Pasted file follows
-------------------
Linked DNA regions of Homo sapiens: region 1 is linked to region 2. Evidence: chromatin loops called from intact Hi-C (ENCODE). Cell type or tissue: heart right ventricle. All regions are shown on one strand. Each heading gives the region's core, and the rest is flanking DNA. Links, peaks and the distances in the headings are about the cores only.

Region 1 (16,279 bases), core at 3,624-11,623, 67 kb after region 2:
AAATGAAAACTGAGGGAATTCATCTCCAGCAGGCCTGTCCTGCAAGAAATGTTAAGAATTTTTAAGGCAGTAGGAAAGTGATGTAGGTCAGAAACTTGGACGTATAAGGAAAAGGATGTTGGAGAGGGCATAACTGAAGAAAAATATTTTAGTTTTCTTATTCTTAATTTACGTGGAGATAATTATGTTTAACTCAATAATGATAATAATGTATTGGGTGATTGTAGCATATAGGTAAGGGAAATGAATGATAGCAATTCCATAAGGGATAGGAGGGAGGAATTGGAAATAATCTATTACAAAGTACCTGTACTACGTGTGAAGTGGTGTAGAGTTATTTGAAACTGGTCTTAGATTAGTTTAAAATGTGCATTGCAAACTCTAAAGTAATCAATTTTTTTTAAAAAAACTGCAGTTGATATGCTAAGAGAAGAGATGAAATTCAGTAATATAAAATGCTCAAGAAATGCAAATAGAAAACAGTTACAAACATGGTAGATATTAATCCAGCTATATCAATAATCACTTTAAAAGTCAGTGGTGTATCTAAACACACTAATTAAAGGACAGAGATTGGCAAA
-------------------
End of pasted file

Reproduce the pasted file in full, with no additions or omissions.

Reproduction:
Linked DNA regions of Homo sapiens: region 1 is linked to region 2. Evidence: chromatin loops called from intact Hi-C (ENCODE). Cell type or tissue: heart right ventricle. All regions are shown on one strand. Each heading gives the region's core, and the rest is flanking DNA. Links, peaks and the distances in the headings are about the cores only.

Region 1 (16,279 bases), core at 3,624-11,623, 67 kb after region 2:
AAATGAAAACTGAGGGAATTCATCTCCAGCAGGCCTGTCCTGCAAGAAATGTTAAGAATTTTTAAGGCAGTAGGAAAGTGATGTAGGTCAGAAACTTGGACGTATAAGGAAAAGGATGTTGGAGAGGGCATAACTGAAGAAAAATATTTTAGTTTTCTTATTCTTAATTTACGTGGAGATAATTATGTTTAACTCAATAATGATAATAATGTATTGGGTGATTGTAGCATATAGGTAAGGGAAATGAATGATAGCAATTCCATAAGGGATAGGAGGGAGGAATTGGAAATAATCTATTACAAAGTACCTGTACTACGTGTGAAGTGGTGTAGAGTTATTTGAAACTGGTCTTAGATTAGTTTAAAATGTGCATTGCAAACTCTAAAGTAATCAATTTTTTTTAAAAAAACTGCAGTTGATATGCTAAGAGAAGAGATGAAATTCAGTAATATAAAATGCTCAAGAAATGCAAATAGAAAACAGTTACAAACATGGTAGATATTAATCCAGCTATATCAATAATCACTTTAAAAGTCAGTGGTGTATCTAAACACACTAATTAAAGGACAGAGATTGGCAAA